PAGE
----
When I saw this amazing handspun Strokkur pop up on Ravelry yesterday I immediately wanted to find out more about the project, so I asked its maker Kristin a few questions. She was kind enough to let me share her responses and her photos here – thanks Kristin. You can see more of her work on Ravelry — BrineyDeep— and she also has a few cute patterns including this tea bag tea carrier. I always have a few tea bags stashed in my bag when I travel so I think I need one of these. Kristin also has a pattern for bike helmet ear warmers that would come in very handy in the winter.
I’m so impressed that you spun a whole sweater’s worth of yarn – I keep buying fibre but that still seems kind of impossible to me. When did you decide to do that? Did it take forever?
This has actually been a long project in the making. I knew when my mother gave me the wool over 3 years ago that it was enough for a sweater and I spun the yarn with every intention of it being knit into one eventually. The actual spinning took about 3 months and the knitting, swatching, and finishing took about 3 weeks. It was the 3 years in between the spinning and the knitting when I was looking for the right pattern that made this project take such a long time.
Did you spin the yarn with Strokkur in mind, or choose the pattern afterwards?
I actually spun this yarn with the intention of turning it into a Cria cardigan. I’m not sure when I abandoned that idea and decided to make a fair isle yoked sweater instead. Mom thought it was a great idea and volunteered to dye 2 of the skeins for me for the colorwork parts. At this point I ran into my biggest challenge: finding the right pattern when I was limited by yarn weight and the number of colors that could be in the fair isle section. When I saw Strokkur, I knew I had finally found the pattern that would fit my parameters and be fun to both knit and wear.
On your project page you said your mom gave you the fibre, do you know what it is?
This wool is from a prize-winning Corriedale fleece from the Ohio State Fair that my mother bought and split with a friend. Her friend processed the fleece and also carded a little Mohair into the batts. There was still some grease on the wool when I spun the yarn but after several washings, I have been pleasantly surprised by how soft the fiber is.
Did your mom teach you to spin and knit? What was it like to collaborate on this project?
My mother is actually a very talented handweaver and has always encouraged my fibery pursuits. She was the one who taught me to spin and her mother, my grandmother, taught me to knit. Mom and I regularly talk about our current projects (much to my father’s chagrin), but it’s only now that I realize how unique this project is because we both actively had a hand in it. I did all of the spinning and knitting, but without my mother’s gift of the wool, demonstrations in getting grease out of handspun, and consultations about colors and dying the skeins, it would have been a very different sweater. It’s been so nice to learn from her and build such an organic collaboration on a project.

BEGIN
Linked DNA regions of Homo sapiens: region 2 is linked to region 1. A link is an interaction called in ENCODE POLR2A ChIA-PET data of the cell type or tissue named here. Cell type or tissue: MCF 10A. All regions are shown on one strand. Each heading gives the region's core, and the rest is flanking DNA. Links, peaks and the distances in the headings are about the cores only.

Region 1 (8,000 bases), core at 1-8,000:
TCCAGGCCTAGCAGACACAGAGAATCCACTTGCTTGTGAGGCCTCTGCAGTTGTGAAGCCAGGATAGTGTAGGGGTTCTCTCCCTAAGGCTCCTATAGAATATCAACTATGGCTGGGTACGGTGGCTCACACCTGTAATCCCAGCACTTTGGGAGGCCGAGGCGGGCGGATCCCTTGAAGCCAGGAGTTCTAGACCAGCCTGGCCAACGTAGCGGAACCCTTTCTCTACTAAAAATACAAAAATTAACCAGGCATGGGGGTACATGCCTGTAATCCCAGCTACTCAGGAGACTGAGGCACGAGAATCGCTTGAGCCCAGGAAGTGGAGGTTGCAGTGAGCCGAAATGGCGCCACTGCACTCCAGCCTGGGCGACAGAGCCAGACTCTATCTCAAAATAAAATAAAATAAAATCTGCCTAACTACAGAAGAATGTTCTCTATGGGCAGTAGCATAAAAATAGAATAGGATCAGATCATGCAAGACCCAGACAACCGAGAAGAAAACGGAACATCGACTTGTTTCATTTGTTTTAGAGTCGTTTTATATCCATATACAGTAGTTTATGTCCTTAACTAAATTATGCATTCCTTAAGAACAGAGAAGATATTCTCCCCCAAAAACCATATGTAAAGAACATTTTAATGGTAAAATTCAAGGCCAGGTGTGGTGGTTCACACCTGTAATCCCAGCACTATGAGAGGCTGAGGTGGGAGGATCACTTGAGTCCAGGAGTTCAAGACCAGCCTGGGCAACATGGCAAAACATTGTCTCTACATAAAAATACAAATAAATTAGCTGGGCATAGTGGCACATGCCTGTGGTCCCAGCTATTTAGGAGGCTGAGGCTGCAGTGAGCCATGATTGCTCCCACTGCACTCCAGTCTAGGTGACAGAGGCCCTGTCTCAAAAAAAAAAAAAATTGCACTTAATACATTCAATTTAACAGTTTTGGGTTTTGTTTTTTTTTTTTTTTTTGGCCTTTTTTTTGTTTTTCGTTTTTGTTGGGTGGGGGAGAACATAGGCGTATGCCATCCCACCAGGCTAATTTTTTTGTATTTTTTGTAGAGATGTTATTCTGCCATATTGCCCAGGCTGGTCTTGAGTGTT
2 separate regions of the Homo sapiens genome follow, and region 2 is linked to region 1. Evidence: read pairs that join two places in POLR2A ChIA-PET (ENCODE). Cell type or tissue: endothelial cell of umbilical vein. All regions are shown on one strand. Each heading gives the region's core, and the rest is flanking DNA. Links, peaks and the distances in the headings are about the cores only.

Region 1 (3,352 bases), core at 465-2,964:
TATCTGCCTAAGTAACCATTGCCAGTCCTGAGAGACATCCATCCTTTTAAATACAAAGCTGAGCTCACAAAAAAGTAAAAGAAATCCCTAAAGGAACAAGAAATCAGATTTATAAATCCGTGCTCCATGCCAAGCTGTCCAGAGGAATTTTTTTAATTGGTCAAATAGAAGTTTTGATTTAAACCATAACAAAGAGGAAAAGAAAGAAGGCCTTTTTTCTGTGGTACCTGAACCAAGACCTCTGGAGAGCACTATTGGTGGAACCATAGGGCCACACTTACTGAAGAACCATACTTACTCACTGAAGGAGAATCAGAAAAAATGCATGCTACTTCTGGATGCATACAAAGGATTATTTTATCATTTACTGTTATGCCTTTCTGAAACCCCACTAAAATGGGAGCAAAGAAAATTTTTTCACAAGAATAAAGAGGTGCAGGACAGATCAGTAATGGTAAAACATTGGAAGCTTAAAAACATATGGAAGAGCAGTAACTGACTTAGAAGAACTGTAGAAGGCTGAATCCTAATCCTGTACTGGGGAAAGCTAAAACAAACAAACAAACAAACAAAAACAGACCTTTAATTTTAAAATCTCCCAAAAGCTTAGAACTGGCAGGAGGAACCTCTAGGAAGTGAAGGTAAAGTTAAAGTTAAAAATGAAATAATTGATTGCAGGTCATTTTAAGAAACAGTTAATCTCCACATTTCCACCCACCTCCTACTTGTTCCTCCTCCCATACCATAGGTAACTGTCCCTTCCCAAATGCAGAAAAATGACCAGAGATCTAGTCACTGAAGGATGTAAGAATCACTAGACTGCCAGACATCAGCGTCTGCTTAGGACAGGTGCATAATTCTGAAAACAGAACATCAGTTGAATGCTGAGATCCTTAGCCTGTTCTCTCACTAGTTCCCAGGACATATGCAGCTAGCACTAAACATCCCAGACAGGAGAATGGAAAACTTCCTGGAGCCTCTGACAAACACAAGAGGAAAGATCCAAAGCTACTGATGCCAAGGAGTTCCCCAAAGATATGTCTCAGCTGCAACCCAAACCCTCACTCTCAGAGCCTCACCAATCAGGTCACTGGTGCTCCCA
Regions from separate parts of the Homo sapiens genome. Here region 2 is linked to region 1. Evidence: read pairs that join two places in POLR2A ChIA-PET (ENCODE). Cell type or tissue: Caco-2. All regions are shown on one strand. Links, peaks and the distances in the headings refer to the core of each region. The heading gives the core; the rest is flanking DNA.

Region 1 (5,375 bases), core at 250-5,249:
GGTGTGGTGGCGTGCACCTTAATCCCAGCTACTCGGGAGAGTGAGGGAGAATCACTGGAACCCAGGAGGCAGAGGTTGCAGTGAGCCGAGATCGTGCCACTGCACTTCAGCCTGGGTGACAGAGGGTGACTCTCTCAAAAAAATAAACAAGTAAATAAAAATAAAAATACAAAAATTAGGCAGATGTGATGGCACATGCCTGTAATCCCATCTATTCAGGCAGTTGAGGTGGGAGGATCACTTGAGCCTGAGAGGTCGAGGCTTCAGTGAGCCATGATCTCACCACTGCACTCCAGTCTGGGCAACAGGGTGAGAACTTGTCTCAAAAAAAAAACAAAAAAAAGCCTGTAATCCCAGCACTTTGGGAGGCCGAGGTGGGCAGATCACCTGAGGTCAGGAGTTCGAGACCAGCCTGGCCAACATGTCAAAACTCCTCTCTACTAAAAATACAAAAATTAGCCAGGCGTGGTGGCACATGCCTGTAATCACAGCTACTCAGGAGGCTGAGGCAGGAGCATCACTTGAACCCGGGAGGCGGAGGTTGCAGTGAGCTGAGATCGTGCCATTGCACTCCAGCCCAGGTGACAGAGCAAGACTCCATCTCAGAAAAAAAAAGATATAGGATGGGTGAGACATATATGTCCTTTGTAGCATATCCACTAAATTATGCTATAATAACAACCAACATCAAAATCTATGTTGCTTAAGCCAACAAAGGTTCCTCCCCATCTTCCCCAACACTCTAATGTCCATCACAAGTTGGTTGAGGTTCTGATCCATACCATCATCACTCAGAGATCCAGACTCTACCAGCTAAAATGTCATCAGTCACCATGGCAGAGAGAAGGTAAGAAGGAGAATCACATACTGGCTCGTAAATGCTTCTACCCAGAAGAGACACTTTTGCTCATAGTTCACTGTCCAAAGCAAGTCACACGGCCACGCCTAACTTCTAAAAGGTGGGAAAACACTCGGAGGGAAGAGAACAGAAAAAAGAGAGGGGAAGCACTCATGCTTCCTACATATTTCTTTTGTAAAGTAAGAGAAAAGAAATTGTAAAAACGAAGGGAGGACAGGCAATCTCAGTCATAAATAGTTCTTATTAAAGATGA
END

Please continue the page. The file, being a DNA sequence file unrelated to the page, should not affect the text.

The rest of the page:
I love the colours you choose, I’m kind of obsessed with that dirty gold. How did you choose the colours?
My mother dyed both colors, so all credit goes to her. I originally requested olive green and chocolate brown for the two colors but, because of the nature of hand-dying colors to order, they both came out on the yellow side. I really like how the colors ended up and am glad (and a bit relieved) that they complement each other so well.
Can you tell me about any mods you made?
I love wearing 3/4 length sleeves, so I shortened the sleeves on this pattern. That involved measuring the desired length versus expected length and multiplying this ratio by the number of rows called for in the pattern. This row count estimate was the starting point for deconstructing the sleeve from the top down to get the right number of increase repeats and stitches to cast on. The sleeve is almost exactly where I wanted it to be, so I’m calling that a victory for math.
Is there anything else you want to share about your project?
Now that I’m at the end of this project, I’m really glad I had extra handspun on hand. Partly because it gave me the flexibility to change patterns and partly because I didn’t have to use the two skeins that were thinner than the others. Spinning extra yarn is something I’m definitely going to do for my next handspun sweater.
Thanks for inviting me to do a Q&A. This has been an epic project and I’m excited to share the process and the product with others!
I can’t wait for it to be cold so I can actually wear this sweater.
Yay! Thank you so much for sharing your beautiful sweater with us Kristin, I hope you get to wear it soon!
Inspired by Kristin’s amazing sweater? Enter the code ‘Briney’ at the checkout to receive 20% off the Strokkur pattern until 4 September, or just click here to buy it now with the discount already entered.
Do you have an extra special project made from one of my patterns that you’d like to share? Or would you like to nominate an amazing one that you’ve seen? Let me know and I’ll contact the maker — I’d love to make this a regular feature. Do you need more eye candy? I’ve been pinningprojects that I love.
Do you struggle with tight bind offs? Whether you’re knitting a toe-up sock, a top-down sweater, or a lacy shawl, a bind off that’s too tight can really get in the way of enjoying your finished project! Here are 3 easy methods to work a stretchy bind-off without sewing.